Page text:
ROCKLAND COMMUNITY FOUNDATION LAUNCHES
FUNDRAISING INITIATIVE FOR HI TOR SHELTER
Campaign designated for Hi Tor Animal Shelter Treat and Transform effort
The Rockland Community Foundation has launched a fundraising initiative dedicated to support the Hi Tor Animal Shelter’s, “Treat and Transform” emergency response to an outbreak of Microsporum canis (ringworm), a highly contagious fungus that has affected the shelter’s cat population.
“The fund was established to ensure that members of the community, who have expressed a desire to provide the necessary financial support for this specific effort, can feel confident their donations are going directly towards the Treat and Transform project,” explained Susan Lynne, the Foundation’s Development Director. “The fund will be restricted which means it can only be used to cover the unexpected expenses associated with Hi Tor’s efforts to effectively treat the large number of cats that have been affected."
“We are so grateful to the Rockland Community Foundation for helping us get through this complicated issue,” said Debbie DiBernardo, President, Hi Tor Board of Directors. “This has been a difficult time, but the Foundation, like so many others from our community, has come forward to help. We live and work in a remarkably compassionate community.”
The fungus outbreak has forced Hi Tor to relocate and treat a large number of cats away from the shelter. This process includes cleaning the shelter structure itself to eradicate the fungal infection.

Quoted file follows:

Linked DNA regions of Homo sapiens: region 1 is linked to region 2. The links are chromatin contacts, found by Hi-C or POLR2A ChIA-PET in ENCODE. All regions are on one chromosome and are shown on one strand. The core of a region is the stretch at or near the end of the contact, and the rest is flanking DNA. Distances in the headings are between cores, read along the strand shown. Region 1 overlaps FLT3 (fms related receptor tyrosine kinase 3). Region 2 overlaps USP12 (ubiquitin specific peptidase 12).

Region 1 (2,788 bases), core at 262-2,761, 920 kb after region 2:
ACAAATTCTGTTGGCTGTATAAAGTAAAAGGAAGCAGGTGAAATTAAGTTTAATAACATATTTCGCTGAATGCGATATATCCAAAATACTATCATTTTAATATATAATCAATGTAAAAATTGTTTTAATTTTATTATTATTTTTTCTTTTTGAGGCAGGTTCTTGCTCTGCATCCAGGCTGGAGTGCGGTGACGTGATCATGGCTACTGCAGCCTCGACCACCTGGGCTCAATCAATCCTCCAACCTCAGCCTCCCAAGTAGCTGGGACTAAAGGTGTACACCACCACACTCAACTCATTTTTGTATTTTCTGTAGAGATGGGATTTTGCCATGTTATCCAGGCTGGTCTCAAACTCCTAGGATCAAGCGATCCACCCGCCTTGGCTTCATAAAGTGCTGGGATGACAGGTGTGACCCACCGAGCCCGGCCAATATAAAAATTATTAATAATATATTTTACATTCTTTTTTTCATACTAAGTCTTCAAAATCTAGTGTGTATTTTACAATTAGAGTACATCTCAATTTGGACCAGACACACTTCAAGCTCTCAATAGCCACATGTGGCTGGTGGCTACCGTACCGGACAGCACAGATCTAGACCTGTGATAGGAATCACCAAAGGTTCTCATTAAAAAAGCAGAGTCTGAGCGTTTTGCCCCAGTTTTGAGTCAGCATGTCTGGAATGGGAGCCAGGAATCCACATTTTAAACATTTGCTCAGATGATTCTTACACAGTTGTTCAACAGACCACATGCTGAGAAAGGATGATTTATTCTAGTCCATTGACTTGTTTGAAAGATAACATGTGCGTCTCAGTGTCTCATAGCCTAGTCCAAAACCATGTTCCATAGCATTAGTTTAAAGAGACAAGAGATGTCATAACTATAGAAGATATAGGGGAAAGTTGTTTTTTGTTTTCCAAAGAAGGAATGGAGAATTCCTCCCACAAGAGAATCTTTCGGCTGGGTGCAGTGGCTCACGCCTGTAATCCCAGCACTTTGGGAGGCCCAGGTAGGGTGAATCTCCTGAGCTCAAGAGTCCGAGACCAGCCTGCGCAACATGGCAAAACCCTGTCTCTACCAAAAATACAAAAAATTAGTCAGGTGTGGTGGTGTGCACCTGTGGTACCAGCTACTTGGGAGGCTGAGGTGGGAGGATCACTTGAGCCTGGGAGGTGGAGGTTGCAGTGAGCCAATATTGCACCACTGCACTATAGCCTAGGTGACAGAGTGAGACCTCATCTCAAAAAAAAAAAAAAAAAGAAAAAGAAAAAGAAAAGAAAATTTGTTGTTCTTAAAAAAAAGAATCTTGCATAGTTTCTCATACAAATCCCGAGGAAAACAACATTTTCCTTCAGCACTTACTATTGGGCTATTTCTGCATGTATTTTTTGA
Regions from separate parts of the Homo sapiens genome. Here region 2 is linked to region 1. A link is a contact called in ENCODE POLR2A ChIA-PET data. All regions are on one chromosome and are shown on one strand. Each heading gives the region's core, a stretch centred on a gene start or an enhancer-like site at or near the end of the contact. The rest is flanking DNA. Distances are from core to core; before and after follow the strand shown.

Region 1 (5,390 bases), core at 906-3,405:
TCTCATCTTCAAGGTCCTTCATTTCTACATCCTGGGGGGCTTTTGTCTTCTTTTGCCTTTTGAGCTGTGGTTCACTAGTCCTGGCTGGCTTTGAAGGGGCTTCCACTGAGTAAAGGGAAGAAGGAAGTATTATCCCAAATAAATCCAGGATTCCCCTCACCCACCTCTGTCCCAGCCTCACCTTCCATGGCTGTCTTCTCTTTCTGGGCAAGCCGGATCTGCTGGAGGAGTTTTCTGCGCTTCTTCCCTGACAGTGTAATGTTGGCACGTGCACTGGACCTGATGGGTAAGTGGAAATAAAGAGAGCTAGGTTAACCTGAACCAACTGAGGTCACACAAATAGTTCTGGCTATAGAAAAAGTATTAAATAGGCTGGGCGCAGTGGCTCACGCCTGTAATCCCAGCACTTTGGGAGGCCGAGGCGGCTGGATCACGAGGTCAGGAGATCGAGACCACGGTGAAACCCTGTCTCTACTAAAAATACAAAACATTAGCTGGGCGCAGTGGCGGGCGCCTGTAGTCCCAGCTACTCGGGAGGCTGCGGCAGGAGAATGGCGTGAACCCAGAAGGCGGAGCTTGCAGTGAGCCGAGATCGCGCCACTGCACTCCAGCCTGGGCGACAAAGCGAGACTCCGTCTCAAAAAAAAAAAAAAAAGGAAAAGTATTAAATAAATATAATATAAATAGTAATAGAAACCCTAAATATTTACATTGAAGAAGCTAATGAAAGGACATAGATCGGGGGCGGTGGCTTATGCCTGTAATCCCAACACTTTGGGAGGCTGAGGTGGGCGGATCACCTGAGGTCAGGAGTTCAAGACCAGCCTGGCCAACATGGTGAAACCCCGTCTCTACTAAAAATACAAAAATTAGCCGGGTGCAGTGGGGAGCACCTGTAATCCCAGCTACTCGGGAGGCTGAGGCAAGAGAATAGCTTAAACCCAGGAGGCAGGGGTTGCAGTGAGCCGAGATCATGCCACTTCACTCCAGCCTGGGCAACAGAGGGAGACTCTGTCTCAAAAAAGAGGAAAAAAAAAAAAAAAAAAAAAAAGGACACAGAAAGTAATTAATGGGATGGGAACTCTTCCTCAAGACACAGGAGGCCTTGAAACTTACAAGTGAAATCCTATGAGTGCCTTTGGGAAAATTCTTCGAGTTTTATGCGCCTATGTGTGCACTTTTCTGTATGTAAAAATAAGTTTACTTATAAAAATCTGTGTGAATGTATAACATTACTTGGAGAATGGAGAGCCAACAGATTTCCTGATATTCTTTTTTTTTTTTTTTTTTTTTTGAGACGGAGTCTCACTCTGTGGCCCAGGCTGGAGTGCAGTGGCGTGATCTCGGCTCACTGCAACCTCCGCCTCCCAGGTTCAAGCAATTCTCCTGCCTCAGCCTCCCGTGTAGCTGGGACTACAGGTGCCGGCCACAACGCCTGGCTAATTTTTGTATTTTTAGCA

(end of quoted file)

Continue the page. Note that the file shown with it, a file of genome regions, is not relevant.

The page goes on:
Rockland County has donated use of its Sain Building in New City to enable the creation of a separate treatment site, and the shelter has brought in several trailers to implement the treatment process while the building is cleaned. The goal is to restore health to the shelter population and ensure that infected animals are not placed in adoptive homes until they receive a clean bill of health.
Microsporum canis, which can be transmitted by direct contact or contact with contaminated objects or surfaces, is not lethal, but treatment is lengthy. The shelter continues to receive support from veterinarians from throughout the region, as well as from surrounding shelter services and animal foster families and rescue groups.